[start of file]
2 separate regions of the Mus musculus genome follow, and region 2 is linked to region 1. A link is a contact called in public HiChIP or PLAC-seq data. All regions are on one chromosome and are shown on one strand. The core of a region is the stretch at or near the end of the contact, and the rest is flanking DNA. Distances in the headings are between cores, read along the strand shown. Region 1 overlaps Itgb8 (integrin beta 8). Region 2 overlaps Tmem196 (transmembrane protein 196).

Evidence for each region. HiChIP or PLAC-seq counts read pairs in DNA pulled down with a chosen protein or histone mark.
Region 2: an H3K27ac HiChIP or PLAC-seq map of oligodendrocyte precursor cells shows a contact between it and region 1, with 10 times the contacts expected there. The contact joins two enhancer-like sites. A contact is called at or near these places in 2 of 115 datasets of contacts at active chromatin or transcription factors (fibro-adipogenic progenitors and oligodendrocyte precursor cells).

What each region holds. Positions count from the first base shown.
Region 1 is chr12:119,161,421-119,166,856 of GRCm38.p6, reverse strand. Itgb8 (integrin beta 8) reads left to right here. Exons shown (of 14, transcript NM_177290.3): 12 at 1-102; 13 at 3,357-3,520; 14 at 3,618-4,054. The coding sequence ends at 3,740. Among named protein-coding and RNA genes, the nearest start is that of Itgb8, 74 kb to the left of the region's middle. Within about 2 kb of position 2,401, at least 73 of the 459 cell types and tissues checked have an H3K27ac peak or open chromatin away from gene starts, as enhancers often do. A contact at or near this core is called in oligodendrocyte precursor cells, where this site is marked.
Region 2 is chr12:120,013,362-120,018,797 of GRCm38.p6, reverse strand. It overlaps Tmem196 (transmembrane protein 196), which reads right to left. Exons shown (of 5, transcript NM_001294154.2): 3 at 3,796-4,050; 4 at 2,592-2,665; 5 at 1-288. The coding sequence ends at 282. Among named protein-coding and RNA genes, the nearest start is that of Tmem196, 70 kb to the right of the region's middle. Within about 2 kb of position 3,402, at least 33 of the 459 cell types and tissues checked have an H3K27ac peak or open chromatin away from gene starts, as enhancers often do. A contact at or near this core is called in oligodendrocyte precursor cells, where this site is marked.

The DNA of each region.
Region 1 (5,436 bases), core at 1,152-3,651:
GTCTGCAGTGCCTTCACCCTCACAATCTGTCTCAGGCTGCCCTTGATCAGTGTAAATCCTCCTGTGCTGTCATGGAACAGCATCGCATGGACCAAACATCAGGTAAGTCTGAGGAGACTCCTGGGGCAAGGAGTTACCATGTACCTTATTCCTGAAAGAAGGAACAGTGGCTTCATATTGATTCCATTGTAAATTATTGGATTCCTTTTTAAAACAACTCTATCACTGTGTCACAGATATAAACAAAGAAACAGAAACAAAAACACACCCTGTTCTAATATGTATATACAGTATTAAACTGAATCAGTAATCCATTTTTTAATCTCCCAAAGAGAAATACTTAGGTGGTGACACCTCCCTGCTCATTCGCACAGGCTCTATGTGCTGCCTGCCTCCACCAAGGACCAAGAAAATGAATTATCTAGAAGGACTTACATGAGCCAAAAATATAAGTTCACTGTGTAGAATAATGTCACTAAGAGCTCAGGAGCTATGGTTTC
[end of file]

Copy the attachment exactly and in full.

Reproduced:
2 separate regions of the Mus musculus genome follow, and region 2 is linked to region 1. A link is a contact called in public HiChIP or PLAC-seq data. All regions are on one chromosome and are shown on one strand. The core of a region is the stretch at or near the end of the contact, and the rest is flanking DNA. Distances in the headings are between cores, read along the strand shown. Region 1 overlaps Itgb8 (integrin beta 8). Region 2 overlaps Tmem196 (transmembrane protein 196).

Evidence for each region. HiChIP or PLAC-seq counts read pairs in DNA pulled down with a chosen protein or histone mark.
Region 2: an H3K27ac HiChIP or PLAC-seq map of oligodendrocyte precursor cells shows a contact between it and region 1, with 10 times the contacts expected there. The contact joins two enhancer-like sites. A contact is called at or near these places in 2 of 115 datasets of contacts at active chromatin or transcription factors (fibro-adipogenic progenitors and oligodendrocyte precursor cells).

What each region holds. Positions count from the first base shown.
Region 1 is chr12:119,161,421-119,166,856 of GRCm38.p6, reverse strand. Itgb8 (integrin beta 8) reads left to right here. Exons shown (of 14, transcript NM_177290.3): 12 at 1-102; 13 at 3,357-3,520; 14 at 3,618-4,054. The coding sequence ends at 3,740. Among named protein-coding and RNA genes, the nearest start is that of Itgb8, 74 kb to the left of the region's middle. Within about 2 kb of position 2,401, at least 73 of the 459 cell types and tissues checked have an H3K27ac peak or open chromatin away from gene starts, as enhancers often do. A contact at or near this core is called in oligodendrocyte precursor cells, where this site is marked.
Region 2 is chr12:120,013,362-120,018,797 of GRCm38.p6, reverse strand. It overlaps Tmem196 (transmembrane protein 196), which reads right to left. Exons shown (of 5, transcript NM_001294154.2): 3 at 3,796-4,050; 4 at 2,592-2,665; 5 at 1-288. The coding sequence ends at 282. Among named protein-coding and RNA genes, the nearest start is that of Tmem196, 70 kb to the right of the region's middle. Within about 2 kb of position 3,402, at least 33 of the 459 cell types and tissues checked have an H3K27ac peak or open chromatin away from gene starts, as enhancers often do. A contact at or near this core is called in oligodendrocyte precursor cells, where this site is marked.

The DNA of each region.
Region 1 (5,436 bases), core at 1,152-3,651:
GTCTGCAGTGCCTTCACCCTCACAATCTGTCTCAGGCTGCCCTTGATCAGTGTAAATCCTCCTGTGCTGTCATGGAACAGCATCGCATGGACCAAACATCAGGTAAGTCTGAGGAGACTCCTGGGGCAAGGAGTTACCATGTACCTTATTCCTGAAAGAAGGAACAGTGGCTTCATATTGATTCCATTGTAAATTATTGGATTCCTTTTTAAAACAACTCTATCACTGTGTCACAGATATAAACAAAGAAACAGAAACAAAAACACACCCTGTTCTAATATGTATATACAGTATTAAACTGAATCAGTAATCCATTTTTTAATCTCCCAAAGAGAAATACTTAGGTGGTGACACCTCCCTGCTCATTCGCACAGGCTCTATGTGCTGCCTGCCTCCACCAAGGACCAAGAAAATGAATTATCTAGAAGGACTTACATGAGCCAAAAATATAAGTTCACTGTGTAGAATAATGTCACTAAGAGCTCAGGAGCTATGGTTTC